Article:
Believing they were talking to law enforcement officials, Facebook and Apple shared information about their users with juvenile criminals.
Apple and Meta have provided hackers with various data about their users. The two companies thought they were providing the information to law enforcement agencies.
Tech companies typically only provide information about their users after a signed request from a judge. Sometimes law enforcement agencies can bypass this requirement with what is called an ‘ emergency data request ‘.
Hackers have used this very tool to ask for and obtain information about some users. The shared information package includes, among other things, the user’s telephone number, address and IP. In some cases, companies may also attach a copy of your correspondence, if the messaging service isn’t encrypted, as well as the identity of anyone you’ve spoken to in recent months.
The hackers managed to deceive the two companies by perfectly falsifying the documents normally used by the police force to solicit companies to share data. The same emails came from legitimate addresses of some public security agencies, evidently compromised by the hackers themselves.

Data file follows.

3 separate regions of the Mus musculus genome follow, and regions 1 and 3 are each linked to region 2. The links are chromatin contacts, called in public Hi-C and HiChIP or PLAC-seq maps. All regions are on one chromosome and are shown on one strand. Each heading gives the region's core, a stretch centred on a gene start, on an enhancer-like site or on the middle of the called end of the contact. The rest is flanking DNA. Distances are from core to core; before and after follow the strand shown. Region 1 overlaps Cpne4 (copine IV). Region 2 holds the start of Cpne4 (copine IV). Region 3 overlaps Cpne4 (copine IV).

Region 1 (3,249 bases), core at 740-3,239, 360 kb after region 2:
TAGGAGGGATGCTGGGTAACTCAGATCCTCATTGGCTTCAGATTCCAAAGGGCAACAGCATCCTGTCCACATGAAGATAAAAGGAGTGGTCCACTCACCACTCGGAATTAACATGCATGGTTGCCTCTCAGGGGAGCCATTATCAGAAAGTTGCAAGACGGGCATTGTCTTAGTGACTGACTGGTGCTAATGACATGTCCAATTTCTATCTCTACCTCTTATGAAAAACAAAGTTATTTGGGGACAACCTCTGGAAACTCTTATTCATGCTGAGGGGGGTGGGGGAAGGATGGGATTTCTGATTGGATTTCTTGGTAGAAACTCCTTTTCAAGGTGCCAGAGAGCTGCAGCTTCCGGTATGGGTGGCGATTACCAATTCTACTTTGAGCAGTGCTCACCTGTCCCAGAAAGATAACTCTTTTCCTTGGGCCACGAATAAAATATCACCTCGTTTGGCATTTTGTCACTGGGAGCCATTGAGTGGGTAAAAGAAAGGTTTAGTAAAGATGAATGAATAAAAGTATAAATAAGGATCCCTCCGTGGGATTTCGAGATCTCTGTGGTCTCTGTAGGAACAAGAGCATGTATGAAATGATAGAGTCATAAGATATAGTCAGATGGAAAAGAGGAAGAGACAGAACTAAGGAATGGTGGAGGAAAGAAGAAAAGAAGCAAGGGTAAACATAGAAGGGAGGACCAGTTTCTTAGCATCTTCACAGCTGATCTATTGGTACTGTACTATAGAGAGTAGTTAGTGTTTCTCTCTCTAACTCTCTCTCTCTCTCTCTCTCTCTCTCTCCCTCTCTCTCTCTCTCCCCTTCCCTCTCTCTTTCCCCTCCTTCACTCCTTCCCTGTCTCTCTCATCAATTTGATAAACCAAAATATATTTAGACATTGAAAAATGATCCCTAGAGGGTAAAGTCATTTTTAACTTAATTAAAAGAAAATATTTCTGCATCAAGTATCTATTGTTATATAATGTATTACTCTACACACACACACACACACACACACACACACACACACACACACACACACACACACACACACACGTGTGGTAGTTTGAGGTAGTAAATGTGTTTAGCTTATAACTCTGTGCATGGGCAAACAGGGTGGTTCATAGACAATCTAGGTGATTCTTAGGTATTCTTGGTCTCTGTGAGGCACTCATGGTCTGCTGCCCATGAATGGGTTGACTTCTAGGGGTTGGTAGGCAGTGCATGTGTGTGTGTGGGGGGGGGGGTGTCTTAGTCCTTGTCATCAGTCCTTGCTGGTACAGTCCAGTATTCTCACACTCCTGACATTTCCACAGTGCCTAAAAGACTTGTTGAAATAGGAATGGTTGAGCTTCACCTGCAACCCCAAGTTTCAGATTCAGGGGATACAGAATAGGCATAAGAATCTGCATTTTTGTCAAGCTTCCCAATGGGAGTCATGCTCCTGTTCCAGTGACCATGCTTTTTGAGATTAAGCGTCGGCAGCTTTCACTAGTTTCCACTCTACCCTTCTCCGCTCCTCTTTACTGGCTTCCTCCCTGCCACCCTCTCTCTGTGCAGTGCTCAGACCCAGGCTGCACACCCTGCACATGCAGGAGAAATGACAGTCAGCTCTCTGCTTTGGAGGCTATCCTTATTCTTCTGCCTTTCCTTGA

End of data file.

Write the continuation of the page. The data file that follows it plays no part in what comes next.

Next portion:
Also according to the authorities, the hackers would have been able to figure out how to deceive companies precisely by obtaining and studying the emails sent in the past by the police to realities such as Facebook, Twitter and Apple. All they had to do was mimic the content of legitimate emergency data requests in their possession. In some cases, the requests also featured the forged signature of a real-life law enforcement officer, making it even more difficult to uncover the deception.
For a change , the police suspect that some minor criminals or little more than teenagers are behind the operation.
In addition to Meta and Apple, Discord also fell victim to the deception. According to the authorities, the information obtained in this way would have been used for various purposes: from financial fraud to harassment of individuals. The criminals allegedly tried to trick Snapchat as well, but to no avail.
The attack demonstrated all the limits of this system. Law enforcement agencies can obtain user information very easily and without a warrant. “There is no central, international system to handle this kind of reminders,” an insider explained to Bloomberg. “Every single law enforcement agency handles these kinds of requests differently.” Hence the confusion of large companies, which having to deal with dozens of requests from law enforcement agencies from all over the world, do not have the tools to effectively identify fraud attempts.